A sermon preached at Niles Discovery Church
in Fremont, on Sunday, September 16, 2012, by the Rev. Jeffrey Spencer.
Scripture:  Mark 8:27-38
Copyright © 2012 by Jeffrey S. Spencer

            “Please, mother, I’d rather do it myself!”  I have no memory of ever saying this, but my mother delighted in telling me – especially when I was a teenager wanting to do things my own way – about often echoing this refrain when I was a preschooler.  “Please, mother, I’d rather do it myself!”

I was, without a doubt, an American.  Ralph Waldo Emerson had beautiful things to say about life and nature and contemplation.  But his most famous essay was on “Self-Reliance,” an ode to individualism and the sanctity of self-sufficiency.  The value of self-reliance is a deep part of the American ethos  “Rugged individualism is seen as heroic, as though the goal in life is to become some combination of Paul Bunion, the unsinkable Molly Brown, and the Marlboro man.”[1]

American Christianity – at least some streams of American Christianity – has assisted in establishing this value as part of our collective unconscious.  Look at the title many in Christianity give Jesus:  “Personal Lord and Savior.”  It’s like you’ll find him on your contact list between Personal Assistant and Personal Trainer.[2]

But that’s not the Jesus we meet in our gospel lesson today.  Today we meet a Jesus who says:  deny yourself, take up your cross, and follow me.  And if you try to save your life you’ll lose it, but lose it for the sake of the gospel and you’ll save it.

Jesus comes to this pronouncement after an interesting exchange with his disciples.  First Jesus asks them who the people say that he is.  Then he asks them who they say that he is.  Peter – and I sometimes wonder if he got that name, the Rock, because of his firmness or because of his stubbornness – says that Jesus is the Messiah (or in Greek, the Christ).  The only problem is, Peter (and I think we can safely assume the rest of the disciples) don’t understand what that means.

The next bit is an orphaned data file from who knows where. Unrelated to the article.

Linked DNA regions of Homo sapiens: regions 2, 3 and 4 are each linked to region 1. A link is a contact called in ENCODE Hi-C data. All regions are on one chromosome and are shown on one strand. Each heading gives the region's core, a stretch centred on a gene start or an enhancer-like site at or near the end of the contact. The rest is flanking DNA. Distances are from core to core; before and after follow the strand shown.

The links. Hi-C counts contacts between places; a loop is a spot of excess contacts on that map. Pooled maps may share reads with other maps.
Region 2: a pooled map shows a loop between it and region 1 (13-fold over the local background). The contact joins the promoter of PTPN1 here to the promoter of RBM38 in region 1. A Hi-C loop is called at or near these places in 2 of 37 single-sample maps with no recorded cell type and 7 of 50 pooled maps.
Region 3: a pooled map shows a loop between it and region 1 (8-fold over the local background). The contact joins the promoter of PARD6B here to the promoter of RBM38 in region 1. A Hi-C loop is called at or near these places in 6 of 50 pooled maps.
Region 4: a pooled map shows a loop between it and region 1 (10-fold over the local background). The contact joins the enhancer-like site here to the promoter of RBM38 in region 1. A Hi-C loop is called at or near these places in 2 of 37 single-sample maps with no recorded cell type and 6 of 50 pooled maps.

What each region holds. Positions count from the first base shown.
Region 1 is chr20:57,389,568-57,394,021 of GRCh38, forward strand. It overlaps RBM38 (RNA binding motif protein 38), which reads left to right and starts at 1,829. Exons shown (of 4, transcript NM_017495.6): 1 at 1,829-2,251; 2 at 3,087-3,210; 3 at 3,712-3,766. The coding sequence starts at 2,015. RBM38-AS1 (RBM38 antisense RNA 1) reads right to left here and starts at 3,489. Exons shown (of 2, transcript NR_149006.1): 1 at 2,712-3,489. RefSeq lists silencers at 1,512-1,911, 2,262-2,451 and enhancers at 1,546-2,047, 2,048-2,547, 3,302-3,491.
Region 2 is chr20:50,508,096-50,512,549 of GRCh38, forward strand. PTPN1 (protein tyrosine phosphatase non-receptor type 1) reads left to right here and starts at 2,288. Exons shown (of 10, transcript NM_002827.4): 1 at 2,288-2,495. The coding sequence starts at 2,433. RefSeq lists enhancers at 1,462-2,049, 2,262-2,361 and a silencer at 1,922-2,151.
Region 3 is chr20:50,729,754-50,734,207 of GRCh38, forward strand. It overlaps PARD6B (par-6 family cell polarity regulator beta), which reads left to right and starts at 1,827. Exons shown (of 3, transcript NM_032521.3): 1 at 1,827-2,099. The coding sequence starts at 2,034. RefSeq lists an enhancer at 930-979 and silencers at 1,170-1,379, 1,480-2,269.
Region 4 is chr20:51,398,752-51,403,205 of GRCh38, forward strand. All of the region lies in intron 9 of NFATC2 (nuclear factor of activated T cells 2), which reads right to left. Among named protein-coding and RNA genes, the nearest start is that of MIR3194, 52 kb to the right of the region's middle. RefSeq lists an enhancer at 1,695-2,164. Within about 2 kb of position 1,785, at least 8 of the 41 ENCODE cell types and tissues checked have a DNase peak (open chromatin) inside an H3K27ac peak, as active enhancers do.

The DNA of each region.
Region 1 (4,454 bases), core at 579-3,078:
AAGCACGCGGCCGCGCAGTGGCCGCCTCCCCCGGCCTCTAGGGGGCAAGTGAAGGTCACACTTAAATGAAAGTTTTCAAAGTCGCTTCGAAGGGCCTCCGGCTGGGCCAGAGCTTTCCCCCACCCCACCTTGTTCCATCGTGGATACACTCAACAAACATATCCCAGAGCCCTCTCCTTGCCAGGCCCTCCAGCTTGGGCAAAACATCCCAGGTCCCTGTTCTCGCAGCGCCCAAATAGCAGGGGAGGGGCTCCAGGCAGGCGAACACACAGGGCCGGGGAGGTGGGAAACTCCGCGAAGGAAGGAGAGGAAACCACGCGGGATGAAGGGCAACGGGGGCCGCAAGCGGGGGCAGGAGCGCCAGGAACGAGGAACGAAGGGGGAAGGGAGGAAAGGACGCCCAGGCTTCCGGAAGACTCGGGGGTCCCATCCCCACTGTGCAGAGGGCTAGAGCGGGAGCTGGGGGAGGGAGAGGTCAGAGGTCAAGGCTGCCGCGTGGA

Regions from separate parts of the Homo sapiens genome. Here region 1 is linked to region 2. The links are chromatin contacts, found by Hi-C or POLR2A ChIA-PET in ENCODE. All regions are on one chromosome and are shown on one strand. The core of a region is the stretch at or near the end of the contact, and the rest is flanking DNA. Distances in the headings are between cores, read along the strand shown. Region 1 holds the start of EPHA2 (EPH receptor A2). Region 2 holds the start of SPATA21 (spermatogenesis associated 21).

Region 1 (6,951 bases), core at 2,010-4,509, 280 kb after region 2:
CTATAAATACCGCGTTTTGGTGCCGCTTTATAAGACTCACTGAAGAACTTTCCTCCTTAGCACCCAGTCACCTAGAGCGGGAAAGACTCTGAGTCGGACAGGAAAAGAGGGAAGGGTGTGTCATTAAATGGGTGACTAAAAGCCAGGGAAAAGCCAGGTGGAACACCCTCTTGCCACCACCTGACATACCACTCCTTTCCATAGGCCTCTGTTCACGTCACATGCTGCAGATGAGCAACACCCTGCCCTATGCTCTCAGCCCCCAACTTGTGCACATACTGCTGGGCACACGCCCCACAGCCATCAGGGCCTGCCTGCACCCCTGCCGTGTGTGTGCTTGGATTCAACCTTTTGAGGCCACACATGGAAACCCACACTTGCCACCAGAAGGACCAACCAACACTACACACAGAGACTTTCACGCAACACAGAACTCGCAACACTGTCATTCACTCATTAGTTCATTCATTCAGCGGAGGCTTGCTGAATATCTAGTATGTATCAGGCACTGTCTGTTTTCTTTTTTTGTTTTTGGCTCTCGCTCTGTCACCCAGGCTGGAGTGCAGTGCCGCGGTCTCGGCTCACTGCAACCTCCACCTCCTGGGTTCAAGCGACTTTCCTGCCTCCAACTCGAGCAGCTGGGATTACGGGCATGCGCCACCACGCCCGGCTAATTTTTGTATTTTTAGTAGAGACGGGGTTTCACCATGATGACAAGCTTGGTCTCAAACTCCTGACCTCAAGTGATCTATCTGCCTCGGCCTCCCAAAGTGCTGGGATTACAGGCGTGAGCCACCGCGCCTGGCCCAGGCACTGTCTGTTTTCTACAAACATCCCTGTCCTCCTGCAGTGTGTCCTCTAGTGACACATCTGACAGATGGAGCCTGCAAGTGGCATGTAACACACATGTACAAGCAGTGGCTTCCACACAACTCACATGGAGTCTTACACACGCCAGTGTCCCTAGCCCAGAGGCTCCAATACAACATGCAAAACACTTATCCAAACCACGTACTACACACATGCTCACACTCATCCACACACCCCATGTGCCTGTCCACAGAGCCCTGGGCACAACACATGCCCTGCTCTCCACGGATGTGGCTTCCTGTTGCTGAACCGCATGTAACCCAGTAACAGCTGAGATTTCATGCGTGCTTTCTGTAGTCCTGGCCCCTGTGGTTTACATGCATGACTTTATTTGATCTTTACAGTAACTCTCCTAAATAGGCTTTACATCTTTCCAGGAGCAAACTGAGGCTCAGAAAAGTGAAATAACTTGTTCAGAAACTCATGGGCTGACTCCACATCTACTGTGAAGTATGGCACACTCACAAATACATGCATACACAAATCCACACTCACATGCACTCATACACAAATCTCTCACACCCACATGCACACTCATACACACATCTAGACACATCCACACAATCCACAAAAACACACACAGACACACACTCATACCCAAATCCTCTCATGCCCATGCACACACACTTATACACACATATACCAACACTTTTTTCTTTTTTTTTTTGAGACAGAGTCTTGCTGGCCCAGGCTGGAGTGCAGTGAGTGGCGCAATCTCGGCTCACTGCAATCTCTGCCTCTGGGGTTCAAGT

Jesus says that the Messiah (that Jesus) will face suffering, rejection, and ultimately death.  “Only through this path can he show that God’s love for us is real and triumphant over death.   Over and over Jesus must explain kingdom values, as opposed to human values that prioritize power, status, and exclusivity.   He must insist that the mission is not to be served, but to serve; not to be first, but to be last.”[3]

And the disciples just don’t get it.  Peter rebukes Jesus.  That’s not possible, Jesus.  We know what the Messiah is supposed to be.  The Messiah is supposed to restore the political autonomy and prominence of Israel.  The Messiah isn’t supposed to be killed.

Jesus rebukes Peter right back.  Jesuit theologian Carlos Bravo notes that in this moment, Jesus uses the harshest words he ever uses against anyone.  Bravo says that this demonstrates that “Peter’s proposal is a temptation for him.”[4]  Jesus has to choose what direction he’s going to go and he has to come to terms with the consequences of that choice.  “[B]y confirming his unwavering commitment to the God of mercy, whose love and loyalty to the poor is good news to the outcast but threatens those in power, Jesus also confirms his violent fate at the hands of the church and the state.”[5]

Jesus tries to explain to his disciples what this mean for them, what they will need to do to complete the work he will only be able to begin before he is cut down by the principalities and powers.  “If any want to become my followers, let them deny themselves and take up their cross and follow me.  For those who want to save their life will lose it, and those who lose their life for my sake, and for the sake of the gospel, will save it.”